DDoS extortion campaign targeting financial sector
CERT NZ has recently received reports relating to an extortion campaign targeting companies within the financial sector in New Zealand. Similar activity has been seen internationally.
The cybercriminals claim to be Russian advanced persistent threat group (APT) ‘Fancy Bear / Cozy Bear’ and demand a ransom to avoid DDoS attacks. They carry out a short DDoS against a company’s IP address to demonstrate intent.
This attack is delivered in two phases:
Phase 1: Email
The target company receives an email stating “We are the Fancy Bear and we have chosen [Company Name] as a target for our next DDoS attack,” In the email the attackers give a deadline for when the major DDoS attack will occur demanding a ransom to prevent it.
Phase 2: Demonstrative DDoS
To make the campaign more believable and to prove their intentions and capabilities, the attackers may initiate a warning or demonstrative attack against an IP address belonging to the companies’ network. These attacks generally last around 30 minutes.
So far CERT NZ has not seen any evidence to suggest that the attackers follow through with the major attack on the deadline provided in the email.
The attackers are using a variety of reflective DDoS techniques, with targets including services using the following protocols:
- Hyper Text Transfer Protocol (HTTP)
- Web Service Dynamic Discovery (WSD)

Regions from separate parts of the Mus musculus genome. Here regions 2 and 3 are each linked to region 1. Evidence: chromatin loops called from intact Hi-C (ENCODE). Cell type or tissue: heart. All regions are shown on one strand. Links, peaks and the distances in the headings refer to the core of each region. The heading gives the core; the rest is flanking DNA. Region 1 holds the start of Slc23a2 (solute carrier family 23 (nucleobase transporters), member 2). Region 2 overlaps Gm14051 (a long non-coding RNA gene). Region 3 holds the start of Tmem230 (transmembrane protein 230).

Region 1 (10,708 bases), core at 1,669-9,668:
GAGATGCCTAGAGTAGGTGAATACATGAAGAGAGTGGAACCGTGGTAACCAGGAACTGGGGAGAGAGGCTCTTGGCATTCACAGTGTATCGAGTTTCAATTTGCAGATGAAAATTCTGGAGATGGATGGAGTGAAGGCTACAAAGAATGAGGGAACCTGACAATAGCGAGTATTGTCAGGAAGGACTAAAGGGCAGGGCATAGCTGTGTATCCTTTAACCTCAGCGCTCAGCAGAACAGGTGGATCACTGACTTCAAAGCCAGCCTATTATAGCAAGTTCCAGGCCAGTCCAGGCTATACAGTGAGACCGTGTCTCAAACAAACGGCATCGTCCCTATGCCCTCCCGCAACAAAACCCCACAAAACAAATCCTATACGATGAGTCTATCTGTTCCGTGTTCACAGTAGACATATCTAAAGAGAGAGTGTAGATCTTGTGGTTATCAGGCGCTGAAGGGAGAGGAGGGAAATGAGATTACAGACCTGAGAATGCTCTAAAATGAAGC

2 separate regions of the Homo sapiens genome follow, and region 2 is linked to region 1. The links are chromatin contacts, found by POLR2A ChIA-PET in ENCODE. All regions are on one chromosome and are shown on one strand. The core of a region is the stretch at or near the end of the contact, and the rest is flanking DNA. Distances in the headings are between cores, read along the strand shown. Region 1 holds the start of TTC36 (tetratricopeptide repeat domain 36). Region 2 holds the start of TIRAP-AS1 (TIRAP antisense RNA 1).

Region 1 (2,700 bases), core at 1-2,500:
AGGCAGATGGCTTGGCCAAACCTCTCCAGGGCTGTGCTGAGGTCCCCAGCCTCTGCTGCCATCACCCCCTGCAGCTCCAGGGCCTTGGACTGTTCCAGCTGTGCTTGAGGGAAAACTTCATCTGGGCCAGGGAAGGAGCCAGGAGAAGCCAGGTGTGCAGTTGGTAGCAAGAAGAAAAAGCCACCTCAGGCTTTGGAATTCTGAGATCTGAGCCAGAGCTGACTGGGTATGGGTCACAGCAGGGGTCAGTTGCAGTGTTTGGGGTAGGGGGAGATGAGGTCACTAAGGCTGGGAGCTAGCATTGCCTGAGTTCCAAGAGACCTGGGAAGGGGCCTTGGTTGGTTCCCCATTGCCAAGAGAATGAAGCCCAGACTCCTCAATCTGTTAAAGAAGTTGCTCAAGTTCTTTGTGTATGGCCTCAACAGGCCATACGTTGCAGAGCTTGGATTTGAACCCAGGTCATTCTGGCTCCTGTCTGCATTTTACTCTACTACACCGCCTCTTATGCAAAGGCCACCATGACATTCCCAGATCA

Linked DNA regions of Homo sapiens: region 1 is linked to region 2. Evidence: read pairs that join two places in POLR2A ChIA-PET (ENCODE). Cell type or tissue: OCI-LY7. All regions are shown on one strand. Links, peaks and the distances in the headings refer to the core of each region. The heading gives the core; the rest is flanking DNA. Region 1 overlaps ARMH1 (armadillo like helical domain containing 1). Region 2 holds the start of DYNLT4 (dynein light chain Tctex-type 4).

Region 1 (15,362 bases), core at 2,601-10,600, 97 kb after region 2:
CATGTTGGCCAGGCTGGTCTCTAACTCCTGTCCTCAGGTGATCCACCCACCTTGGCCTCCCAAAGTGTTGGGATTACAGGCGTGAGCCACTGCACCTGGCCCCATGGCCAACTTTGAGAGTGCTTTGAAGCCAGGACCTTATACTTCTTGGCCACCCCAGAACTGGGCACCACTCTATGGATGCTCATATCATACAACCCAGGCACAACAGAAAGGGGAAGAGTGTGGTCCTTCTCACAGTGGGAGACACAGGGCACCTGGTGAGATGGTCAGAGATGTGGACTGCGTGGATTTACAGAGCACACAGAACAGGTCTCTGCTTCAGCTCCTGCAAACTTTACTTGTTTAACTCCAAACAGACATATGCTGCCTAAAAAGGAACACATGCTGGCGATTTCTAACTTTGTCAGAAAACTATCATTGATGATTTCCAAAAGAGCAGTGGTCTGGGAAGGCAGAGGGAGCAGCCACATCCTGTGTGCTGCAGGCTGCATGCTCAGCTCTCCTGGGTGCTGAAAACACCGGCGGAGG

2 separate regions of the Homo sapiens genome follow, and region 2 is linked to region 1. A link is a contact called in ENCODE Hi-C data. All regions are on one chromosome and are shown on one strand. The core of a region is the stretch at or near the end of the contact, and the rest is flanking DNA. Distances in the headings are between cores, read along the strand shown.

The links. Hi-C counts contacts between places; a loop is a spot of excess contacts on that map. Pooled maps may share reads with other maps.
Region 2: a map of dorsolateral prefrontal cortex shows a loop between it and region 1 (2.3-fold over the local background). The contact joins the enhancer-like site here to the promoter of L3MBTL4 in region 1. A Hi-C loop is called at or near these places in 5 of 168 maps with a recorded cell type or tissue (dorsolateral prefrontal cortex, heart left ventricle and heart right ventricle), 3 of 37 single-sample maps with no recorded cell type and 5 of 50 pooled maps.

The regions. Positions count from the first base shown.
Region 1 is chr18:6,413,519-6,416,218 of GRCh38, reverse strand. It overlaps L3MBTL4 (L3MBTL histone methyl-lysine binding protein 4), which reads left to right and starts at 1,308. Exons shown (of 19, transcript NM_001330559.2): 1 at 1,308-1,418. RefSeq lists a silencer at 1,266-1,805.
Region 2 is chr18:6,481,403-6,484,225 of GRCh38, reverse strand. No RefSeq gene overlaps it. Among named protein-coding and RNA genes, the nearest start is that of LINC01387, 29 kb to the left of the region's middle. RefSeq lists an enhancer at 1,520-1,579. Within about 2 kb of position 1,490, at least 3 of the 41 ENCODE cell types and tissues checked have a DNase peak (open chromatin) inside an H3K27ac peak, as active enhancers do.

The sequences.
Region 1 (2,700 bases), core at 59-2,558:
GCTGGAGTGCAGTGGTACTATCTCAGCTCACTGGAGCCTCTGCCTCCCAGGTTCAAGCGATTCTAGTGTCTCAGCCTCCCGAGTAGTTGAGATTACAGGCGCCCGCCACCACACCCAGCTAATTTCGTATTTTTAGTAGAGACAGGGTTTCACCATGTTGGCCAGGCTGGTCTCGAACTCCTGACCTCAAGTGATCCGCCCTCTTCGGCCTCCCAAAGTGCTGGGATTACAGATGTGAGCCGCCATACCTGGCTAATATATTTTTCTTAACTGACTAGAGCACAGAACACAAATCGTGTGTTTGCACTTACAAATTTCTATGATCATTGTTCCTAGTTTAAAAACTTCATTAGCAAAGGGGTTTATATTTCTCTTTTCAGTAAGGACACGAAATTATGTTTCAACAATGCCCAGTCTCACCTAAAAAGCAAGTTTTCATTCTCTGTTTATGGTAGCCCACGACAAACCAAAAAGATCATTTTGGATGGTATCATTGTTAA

- Apple’s Remote Management Service (ARMS)
- Simple Service Discovery Protocol (SSDP)
- Network Time Protocol (NTP)
- Domain Name System (DNS)
- Lightweight Directory Access Protocol (LDAP)
- SYN and Internet Control Message Protocol (ICMP)
If you have internet facing systems that expose these protocols, you could be targeted.
This campaign uses very similar tactics to a previous extortion campaign observed in 2017. In both campaigns attackers have claimed to be members of known state-sponsored hacking groups (e.g. Fancy Bear, Cozy Bear), but CERT NZ does not believe that the attackers are in any way affiliated with these organisations.
What this means
Prior to sending the email the attackers research the target company and have identified a back-end server, which usually isn’t protected by DDoS protection systems.
What to look for
How to tell if you're at risk
Check to see if any of your internet-facing systems expose protocols that are being targeted.
What to do
CERT NZ recommends you don’t pay the ransom, as this could result in your company becoming targeted again.
To protect against DDoS attacks, you may need to work with your ISP, and engage with a DDoS protection service, such as Cloudflare or Akamai, to prevent the DDoS traffic from reaching your systems. If you use such a service, ensure that your servers only accept traffic from your DDoS protection provider so that the protection cannot be bypassed.
If you are aware of or have experienced this type of attack report it directly to us.
For CERT NZ media enquiries, email our media desk at email@example.com or call the MBIE media team on 027 442 2141.